Up Your Game in 2017

blog156_upyrgame2017_1-1With 2016 behind us, it is time for sales organizations look back to see what worked, what didn’t, and what needs improvement. If 2016 was anything like 2015, chances are a whopping 45.4 percent of salespeople missed quota. In the CSO Insights 2015 Sales Compensation and Performance Management Study, only 54.6 percent of sales professionals produced enough revenue to meet quota. This deficiency raises an important question: Do 45.4 percent of salespeople fail to reach assigned goals because of lack of professional capabilities?

In my discussions with sales leaders this past week, I heard the same answers I heard at the end of 2015:

  • Not enough qualified leads
  • Lack of sales training
  • No formal sales process in place
  • Managers cannot effectively coach reps
  • Ramping up reps is too slow
  • Lost opportunities to no decision
  • Competition beating us on price
  • Sales burdened with administrative tasks
  • Sales team not properly led
  • Reps assigned unrealistic quotes
  • Deals not closed, but still in pipeline
  • Salespeople not properly hired

Each reason could be the cause for not making quota. But what’s the number one reason?

What if the real answer is how to make sellers more productive. Sales leaders know that if they can move the sales productivity needle, it will have a major effect on performance and revenue. Of course, it is easier said than done. Many sales organizations struggle with priorities and sales enablement. Here’s some key questions that sales leaders should consider:

  • What do your salespeople do well when they close new opportunities?
  • Where are the gaps?
  • What do the sales enablement drivers your organization address?
  • What best practice solutions do leading sales organizations employ?
  • What are new ways to increase sales effectiveness or efficiency?
  • Which sales enablement opportunities should become a priority?

blog156_upyrgame2017_1-2While not easy to answer, the right answers to these questions could mean the difference in hitting your 2017 numbers.

The best place to begin: Conduct an audit of your current performance against the key drivers of optimal sales performance. The CSO Insights Sales Optimization Study Sales Force Demographics Analysis helps sales leaders accomplish this important measurement, as well as find ways to improve sales performance─the ideal kick-off to your new year.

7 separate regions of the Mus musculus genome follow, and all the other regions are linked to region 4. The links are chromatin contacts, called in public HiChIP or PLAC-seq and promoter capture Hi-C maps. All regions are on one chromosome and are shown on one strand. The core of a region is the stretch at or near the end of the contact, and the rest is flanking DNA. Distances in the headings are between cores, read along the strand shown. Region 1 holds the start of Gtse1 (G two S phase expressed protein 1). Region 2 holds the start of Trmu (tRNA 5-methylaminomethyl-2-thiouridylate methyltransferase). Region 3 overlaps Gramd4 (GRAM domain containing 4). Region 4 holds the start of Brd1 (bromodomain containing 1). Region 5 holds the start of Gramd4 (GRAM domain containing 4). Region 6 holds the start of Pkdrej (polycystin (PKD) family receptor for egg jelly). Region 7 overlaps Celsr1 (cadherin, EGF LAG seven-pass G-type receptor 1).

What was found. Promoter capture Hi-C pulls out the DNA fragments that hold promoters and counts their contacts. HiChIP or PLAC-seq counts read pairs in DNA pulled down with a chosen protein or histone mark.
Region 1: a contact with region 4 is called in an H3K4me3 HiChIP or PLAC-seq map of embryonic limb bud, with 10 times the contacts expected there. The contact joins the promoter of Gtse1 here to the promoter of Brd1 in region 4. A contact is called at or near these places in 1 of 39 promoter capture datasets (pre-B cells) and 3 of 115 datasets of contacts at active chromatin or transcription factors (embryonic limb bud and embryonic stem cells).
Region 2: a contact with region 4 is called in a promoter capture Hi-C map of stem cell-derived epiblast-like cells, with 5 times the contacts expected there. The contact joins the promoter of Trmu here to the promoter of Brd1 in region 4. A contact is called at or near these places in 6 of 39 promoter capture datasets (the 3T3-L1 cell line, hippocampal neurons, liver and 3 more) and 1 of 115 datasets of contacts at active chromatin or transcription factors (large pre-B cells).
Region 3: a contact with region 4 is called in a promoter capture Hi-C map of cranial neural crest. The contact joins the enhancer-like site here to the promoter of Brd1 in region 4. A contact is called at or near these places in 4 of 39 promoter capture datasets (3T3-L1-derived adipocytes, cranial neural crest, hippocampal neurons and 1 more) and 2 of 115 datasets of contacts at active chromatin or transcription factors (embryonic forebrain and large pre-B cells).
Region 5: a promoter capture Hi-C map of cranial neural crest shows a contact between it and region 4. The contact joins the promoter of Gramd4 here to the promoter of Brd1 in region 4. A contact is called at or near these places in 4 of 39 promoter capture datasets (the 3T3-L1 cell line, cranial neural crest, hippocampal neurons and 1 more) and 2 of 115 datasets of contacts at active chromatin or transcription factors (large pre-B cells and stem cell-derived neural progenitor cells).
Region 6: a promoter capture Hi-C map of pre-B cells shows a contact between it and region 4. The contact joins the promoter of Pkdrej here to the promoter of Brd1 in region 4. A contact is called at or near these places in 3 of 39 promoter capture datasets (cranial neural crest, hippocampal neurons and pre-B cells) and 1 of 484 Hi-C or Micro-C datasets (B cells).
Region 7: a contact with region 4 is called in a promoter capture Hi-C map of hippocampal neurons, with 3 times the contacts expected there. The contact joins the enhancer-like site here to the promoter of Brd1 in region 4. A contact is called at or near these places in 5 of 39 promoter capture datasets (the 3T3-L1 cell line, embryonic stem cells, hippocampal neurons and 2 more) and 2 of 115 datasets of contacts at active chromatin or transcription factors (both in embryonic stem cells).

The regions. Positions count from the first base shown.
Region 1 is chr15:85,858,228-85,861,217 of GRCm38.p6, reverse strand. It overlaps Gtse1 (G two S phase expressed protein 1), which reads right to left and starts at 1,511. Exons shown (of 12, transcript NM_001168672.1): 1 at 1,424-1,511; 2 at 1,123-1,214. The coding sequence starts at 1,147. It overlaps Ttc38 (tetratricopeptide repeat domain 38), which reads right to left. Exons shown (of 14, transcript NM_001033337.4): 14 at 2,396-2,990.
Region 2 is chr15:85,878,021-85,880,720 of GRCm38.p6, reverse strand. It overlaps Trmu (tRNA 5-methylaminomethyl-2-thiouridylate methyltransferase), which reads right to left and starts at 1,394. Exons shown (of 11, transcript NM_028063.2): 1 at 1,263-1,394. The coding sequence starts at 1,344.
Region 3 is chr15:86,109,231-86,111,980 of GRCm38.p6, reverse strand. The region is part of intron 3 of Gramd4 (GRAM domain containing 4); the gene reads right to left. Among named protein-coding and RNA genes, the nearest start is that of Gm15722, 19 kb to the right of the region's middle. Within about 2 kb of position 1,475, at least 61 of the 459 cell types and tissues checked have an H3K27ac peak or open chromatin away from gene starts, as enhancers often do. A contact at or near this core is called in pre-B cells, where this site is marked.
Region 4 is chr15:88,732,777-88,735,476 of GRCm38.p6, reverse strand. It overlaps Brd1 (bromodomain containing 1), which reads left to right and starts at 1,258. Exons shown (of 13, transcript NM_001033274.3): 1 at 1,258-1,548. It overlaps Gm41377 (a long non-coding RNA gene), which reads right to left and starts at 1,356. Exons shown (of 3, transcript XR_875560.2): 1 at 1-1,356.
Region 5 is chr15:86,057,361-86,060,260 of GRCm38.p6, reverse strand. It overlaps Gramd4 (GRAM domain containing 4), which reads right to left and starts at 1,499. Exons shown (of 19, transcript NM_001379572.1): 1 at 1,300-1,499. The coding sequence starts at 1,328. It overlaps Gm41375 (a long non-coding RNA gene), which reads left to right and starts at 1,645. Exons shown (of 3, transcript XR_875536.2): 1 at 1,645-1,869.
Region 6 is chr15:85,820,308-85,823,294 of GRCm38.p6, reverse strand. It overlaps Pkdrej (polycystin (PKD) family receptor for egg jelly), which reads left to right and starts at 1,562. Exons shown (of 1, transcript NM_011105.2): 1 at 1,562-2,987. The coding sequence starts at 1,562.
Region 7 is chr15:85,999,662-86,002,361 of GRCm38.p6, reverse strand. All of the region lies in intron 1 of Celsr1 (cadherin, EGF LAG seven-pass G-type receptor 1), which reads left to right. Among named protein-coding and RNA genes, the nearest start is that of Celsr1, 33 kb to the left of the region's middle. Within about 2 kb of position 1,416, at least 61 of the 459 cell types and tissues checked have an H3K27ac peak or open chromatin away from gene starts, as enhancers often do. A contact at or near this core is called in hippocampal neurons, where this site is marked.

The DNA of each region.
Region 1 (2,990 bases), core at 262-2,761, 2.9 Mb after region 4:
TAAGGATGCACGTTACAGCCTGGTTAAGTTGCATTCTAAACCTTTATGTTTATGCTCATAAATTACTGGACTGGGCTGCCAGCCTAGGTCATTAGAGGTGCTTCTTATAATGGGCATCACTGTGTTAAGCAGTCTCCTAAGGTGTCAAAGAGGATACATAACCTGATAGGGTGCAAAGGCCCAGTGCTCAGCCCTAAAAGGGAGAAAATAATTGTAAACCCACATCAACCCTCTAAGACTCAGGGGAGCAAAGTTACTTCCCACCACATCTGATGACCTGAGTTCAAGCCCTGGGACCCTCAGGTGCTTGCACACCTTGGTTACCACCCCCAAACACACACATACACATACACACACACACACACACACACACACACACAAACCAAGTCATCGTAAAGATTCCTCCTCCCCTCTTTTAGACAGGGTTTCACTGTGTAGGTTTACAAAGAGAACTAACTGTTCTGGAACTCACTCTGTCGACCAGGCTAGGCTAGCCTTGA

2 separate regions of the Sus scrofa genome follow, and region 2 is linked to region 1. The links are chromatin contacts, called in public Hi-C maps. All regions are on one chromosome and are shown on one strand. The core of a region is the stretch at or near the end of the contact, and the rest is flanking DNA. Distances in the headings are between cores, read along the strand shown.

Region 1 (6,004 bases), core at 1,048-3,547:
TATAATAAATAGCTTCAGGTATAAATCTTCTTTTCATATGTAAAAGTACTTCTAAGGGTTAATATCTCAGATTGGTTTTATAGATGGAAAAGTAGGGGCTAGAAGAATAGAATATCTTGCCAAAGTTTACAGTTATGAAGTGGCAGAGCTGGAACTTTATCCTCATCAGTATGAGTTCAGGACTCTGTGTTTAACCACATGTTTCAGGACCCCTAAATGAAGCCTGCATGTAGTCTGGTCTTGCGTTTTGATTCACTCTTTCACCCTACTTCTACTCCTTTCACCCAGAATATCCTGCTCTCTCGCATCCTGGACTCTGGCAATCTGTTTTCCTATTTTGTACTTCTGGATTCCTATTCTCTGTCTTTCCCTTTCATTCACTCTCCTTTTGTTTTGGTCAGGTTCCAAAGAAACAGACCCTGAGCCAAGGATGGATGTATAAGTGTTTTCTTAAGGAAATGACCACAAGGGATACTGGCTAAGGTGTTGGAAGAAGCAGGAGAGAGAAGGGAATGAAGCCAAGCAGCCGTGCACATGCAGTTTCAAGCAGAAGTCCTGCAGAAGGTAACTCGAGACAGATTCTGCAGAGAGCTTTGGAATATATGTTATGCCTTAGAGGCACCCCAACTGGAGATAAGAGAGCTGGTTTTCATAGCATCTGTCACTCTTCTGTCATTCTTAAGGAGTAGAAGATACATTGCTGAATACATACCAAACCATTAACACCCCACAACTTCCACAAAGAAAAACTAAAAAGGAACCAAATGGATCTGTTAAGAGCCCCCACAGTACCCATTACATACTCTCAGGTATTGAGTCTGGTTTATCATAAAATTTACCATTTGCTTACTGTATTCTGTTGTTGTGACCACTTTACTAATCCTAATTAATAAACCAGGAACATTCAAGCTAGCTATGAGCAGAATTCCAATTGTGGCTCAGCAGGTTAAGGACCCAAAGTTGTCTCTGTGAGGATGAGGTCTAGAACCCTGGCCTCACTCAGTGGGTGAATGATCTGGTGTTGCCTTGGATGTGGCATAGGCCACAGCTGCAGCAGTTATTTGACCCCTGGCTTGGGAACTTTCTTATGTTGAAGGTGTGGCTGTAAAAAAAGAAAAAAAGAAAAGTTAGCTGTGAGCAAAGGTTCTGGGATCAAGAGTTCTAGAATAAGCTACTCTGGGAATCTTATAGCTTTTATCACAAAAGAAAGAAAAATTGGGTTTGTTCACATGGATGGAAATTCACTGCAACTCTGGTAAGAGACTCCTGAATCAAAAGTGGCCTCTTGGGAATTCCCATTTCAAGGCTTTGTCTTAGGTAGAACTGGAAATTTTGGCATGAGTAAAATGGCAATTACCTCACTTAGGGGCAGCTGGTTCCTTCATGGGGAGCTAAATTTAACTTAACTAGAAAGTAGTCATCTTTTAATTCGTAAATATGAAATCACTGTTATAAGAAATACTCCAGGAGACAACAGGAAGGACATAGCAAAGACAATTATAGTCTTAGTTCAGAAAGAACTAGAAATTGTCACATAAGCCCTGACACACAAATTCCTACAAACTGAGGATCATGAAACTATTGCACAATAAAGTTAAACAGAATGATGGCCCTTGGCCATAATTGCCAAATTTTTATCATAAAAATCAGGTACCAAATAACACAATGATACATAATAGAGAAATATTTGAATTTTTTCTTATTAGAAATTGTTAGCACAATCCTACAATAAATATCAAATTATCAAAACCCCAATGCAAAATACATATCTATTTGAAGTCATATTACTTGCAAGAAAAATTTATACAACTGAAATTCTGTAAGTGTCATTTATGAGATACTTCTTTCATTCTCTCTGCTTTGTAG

Another area to evaluate is your salespeople’s High-Payoff Activities (HPAs).

In my experience, top salespeople, sales managers, and sales leaders stay focused on HPAs. Once they have defined those HPAs, they zero in on completing their HPAs daily or, at least, weekly.

When you lead a team of salespeople, it is smart business to use HPAs as guideposts to coach your team because you more naturally pay attention to what matters. However, I see a problem.

Company executives constantly ask their salespeople to do things that are not HPA-related, diverting their teams into non-revenue building actions. To illustrate my point, take a few minutes to compare your team’s daily sales activities against the High-Payoff Activities Checklist. Every sales organization is different. Let this checklist guide you to building a customized checklist that suits the unique characteristics of your team.

Now, if you were honest with your responses, you can already see some areas that may be wasting the selling time of your team. Consider one or two. Updating the database. Completing sales reports. Well, you can hire a sharp intern at $20 an hour to do that. Or you can put pre-programmed iPads in the hands of every team member to do their sales call report online in real-time. Seems simple enough, but you’d be surprised how manual operations die hard.

My humble advice for 2017. Use an HPA checklist faithfully.

blog156_upyrgame2017_1-3Re-evaluate what doesn’t work. Reassign non-revenue building tasks. And recommit to the best practices of world-class sales teams.

I read a provocative statement recently on LinkedIn by a fellow entrepreneur and author, Kathy Finnerty Thomas, that sums up the spirit of this post:

“Mediocrity exists all around us. The greatest danger of mediocre is that it is highly contagious and spreads quickly. In a company with mediocre managers you have to work hard to fight it – there is no known antidote available once your organization becomes mediocre.”

Settle for more in 2017.

See you on the upside,

Bill

For more information, go to www.pleinairestrategies.com
Or call William L. MacDonald in San Diego at PleinAire Strategies LLC at 760.340.4277 or 213.598.4700

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